How Often Should You Bath Your Dog

We all know that 'doggy' smell, the one that seems to fill the air, haunting puppy snuggles, and morning sleep-ins when bath time has been let slide. For many of us, we bath our dogs for a pretty smell but are not sure of when, why or how to bath efficiently and effectively. 

For some dogs, the thought of bathing is the equivalent of an introvert going to an ACDC concert. They know it is going to happen soon and by just watching you set up their anxiety levels increase by the minute. 

Then there are those dogs that just want to try and eat the water spouting out of the hose... just like my special boy. 

No matter how your dog responds to bathing, we want to make it as relaxed and as enjoyable as possible. The key to this is starting young... bathing from a young pup is the perfect way to desensitise them to the experience and help make it a bonding moment for both of you. 


Technically, you never need to bath your dog. Sounds unbelievable right, but did you know humans are the same. If you stopped washing your hair with shampoo and conditioner, it would take about 6 months for your scalp to balance out the oils and maintain its own healthy levels. Dogs are the same (unless they have a skin condition).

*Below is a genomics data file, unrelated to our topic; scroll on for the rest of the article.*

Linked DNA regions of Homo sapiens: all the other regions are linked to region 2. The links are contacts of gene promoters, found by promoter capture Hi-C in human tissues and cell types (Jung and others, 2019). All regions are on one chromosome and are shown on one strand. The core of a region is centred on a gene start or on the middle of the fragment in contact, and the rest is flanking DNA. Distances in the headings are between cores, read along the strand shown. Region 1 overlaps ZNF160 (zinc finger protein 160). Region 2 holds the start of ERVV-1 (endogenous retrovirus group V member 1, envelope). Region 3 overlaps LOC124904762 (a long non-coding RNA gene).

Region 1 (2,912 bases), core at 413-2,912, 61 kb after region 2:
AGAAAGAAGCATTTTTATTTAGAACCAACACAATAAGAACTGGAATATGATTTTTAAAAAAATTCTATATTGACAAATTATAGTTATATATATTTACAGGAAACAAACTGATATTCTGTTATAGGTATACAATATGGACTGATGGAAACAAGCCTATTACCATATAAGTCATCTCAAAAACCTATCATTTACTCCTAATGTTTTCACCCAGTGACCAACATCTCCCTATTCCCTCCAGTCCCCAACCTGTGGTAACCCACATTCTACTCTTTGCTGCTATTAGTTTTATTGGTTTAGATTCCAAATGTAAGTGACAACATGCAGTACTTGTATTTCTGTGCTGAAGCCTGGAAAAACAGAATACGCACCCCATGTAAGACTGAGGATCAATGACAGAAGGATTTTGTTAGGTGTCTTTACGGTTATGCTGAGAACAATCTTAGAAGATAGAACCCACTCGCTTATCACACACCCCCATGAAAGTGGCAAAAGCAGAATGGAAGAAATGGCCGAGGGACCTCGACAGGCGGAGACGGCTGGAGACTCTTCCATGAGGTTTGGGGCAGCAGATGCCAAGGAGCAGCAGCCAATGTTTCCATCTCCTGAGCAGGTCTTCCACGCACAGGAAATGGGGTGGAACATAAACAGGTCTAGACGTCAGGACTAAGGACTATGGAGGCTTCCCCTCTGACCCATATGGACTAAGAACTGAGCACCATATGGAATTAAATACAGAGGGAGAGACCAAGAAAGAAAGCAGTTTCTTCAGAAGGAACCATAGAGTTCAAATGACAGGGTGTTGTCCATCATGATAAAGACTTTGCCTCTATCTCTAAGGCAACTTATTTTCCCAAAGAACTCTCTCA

But, if you are anything like me and you enjoy the smell just as much as the feeling of clean hair, then this is never going to happen! For you or your dog.  

The general recommendation is to bath at least every 3 months. Bathing more often is not a problem so long as you take into account the skin and hair of your dog. 

Here are a few factors to determine your pups bathing schedule:

  1. The length of his hair - Does your dog have long hair that traps dirt and debris? Or short hair that does not hold onto his daily adventures? 
  2. Activity Level - Is your dog the Indiana Jones of canines that makes it his daily mission to explore every dirty, muddy and smelly crevis of the dog park? Or, is he more of a gentle soul that doesn't partake in bum sniffing and carcass rolling? Either way, it is important to take into account if your dog is more indoors or outdoors and his activities on a daily basis.